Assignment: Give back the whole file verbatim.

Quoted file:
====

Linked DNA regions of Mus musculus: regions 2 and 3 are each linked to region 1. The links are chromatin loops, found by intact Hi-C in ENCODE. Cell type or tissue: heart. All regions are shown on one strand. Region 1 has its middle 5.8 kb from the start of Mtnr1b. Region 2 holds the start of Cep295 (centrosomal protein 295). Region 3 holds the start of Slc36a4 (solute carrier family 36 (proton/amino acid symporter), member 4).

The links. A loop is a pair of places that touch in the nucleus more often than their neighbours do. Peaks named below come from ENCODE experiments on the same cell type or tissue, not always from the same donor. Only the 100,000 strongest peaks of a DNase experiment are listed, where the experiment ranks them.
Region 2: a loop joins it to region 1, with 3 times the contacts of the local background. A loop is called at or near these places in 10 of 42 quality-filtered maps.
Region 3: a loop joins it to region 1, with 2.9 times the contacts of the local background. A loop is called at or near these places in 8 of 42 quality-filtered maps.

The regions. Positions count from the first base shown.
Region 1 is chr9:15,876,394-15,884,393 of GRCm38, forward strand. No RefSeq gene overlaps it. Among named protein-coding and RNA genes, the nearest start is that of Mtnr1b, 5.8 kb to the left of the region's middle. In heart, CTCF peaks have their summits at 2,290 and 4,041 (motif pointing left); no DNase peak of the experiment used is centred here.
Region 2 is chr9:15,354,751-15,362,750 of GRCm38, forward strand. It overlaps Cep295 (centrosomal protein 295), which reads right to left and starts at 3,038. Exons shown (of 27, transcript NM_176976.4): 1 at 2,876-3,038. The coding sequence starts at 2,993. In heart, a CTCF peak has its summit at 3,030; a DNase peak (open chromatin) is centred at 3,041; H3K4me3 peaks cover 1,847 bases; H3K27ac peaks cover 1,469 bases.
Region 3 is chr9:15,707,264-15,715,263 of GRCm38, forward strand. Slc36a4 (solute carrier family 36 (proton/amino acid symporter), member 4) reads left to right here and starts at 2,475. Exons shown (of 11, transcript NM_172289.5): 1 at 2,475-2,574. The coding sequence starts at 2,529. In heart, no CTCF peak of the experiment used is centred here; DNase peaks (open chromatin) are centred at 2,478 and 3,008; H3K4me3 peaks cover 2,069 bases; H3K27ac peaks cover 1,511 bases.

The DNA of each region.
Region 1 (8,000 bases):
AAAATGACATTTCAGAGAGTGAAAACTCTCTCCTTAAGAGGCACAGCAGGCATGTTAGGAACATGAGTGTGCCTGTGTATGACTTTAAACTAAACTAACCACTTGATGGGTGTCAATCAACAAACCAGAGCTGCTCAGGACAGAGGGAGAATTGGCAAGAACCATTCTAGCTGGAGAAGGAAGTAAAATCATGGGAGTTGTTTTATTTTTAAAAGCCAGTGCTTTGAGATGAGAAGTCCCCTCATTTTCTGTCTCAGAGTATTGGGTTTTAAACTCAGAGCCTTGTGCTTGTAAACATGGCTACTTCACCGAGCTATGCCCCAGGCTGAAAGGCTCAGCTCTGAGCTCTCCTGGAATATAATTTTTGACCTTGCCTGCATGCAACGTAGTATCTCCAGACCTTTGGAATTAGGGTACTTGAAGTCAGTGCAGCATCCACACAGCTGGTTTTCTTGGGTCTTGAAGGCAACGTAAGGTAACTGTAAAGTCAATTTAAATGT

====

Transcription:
Linked DNA regions of Mus musculus: regions 2 and 3 are each linked to region 1. The links are chromatin loops, found by intact Hi-C in ENCODE. Cell type or tissue: heart. All regions are shown on one strand. Region 1 has its middle 5.8 kb from the start of Mtnr1b. Region 2 holds the start of Cep295 (centrosomal protein 295). Region 3 holds the start of Slc36a4 (solute carrier family 36 (proton/amino acid symporter), member 4).

The links. A loop is a pair of places that touch in the nucleus more often than their neighbours do. Peaks named below come from ENCODE experiments on the same cell type or tissue, not always from the same donor. Only the 100,000 strongest peaks of a DNase experiment are listed, where the experiment ranks them.
Region 2: a loop joins it to region 1, with 3 times the contacts of the local background. A loop is called at or near these places in 10 of 42 quality-filtered maps.
Region 3: a loop joins it to region 1, with 2.9 times the contacts of the local background. A loop is called at or near these places in 8 of 42 quality-filtered maps.

The regions. Positions count from the first base shown.
Region 1 is chr9:15,876,394-15,884,393 of GRCm38, forward strand. No RefSeq gene overlaps it. Among named protein-coding and RNA genes, the nearest start is that of Mtnr1b, 5.8 kb to the left of the region's middle. In heart, CTCF peaks have their summits at 2,290 and 4,041 (motif pointing left); no DNase peak of the experiment used is centred here.
Region 2 is chr9:15,354,751-15,362,750 of GRCm38, forward strand. It overlaps Cep295 (centrosomal protein 295), which reads right to left and starts at 3,038. Exons shown (of 27, transcript NM_176976.4): 1 at 2,876-3,038. The coding sequence starts at 2,993. In heart, a CTCF peak has its summit at 3,030; a DNase peak (open chromatin) is centred at 3,041; H3K4me3 peaks cover 1,847 bases; H3K27ac peaks cover 1,469 bases.
Region 3 is chr9:15,707,264-15,715,263 of GRCm38, forward strand. Slc36a4 (solute carrier family 36 (proton/amino acid symporter), member 4) reads left to right here and starts at 2,475. Exons shown (of 11, transcript NM_172289.5): 1 at 2,475-2,574. The coding sequence starts at 2,529. In heart, no CTCF peak of the experiment used is centred here; DNase peaks (open chromatin) are centred at 2,478 and 3,008; H3K4me3 peaks cover 2,069 bases; H3K27ac peaks cover 1,511 bases.

The DNA of each region.
Region 1 (8,000 bases):
AAAATGACATTTCAGAGAGTGAAAACTCTCTCCTTAAGAGGCACAGCAGGCATGTTAGGAACATGAGTGTGCCTGTGTATGACTTTAAACTAAACTAACCACTTGATGGGTGTCAATCAACAAACCAGAGCTGCTCAGGACAGAGGGAGAATTGGCAAGAACCATTCTAGCTGGAGAAGGAAGTAAAATCATGGGAGTTGTTTTATTTTTAAAAGCCAGTGCTTTGAGATGAGAAGTCCCCTCATTTTCTGTCTCAGAGTATTGGGTTTTAAACTCAGAGCCTTGTGCTTGTAAACATGGCTACTTCACCGAGCTATGCCCCAGGCTGAAAGGCTCAGCTCTGAGCTCTCCTGGAATATAATTTTTGACCTTGCCTGCATGCAACGTAGTATCTCCAGACCTTTGGAATTAGGGTACTTGAAGTCAGTGCAGCATCCACACAGCTGGTTTTCTTGGGTCTTGAAGGCAACGTAAGGTAACTGTAAAGTCAATTTAAATGT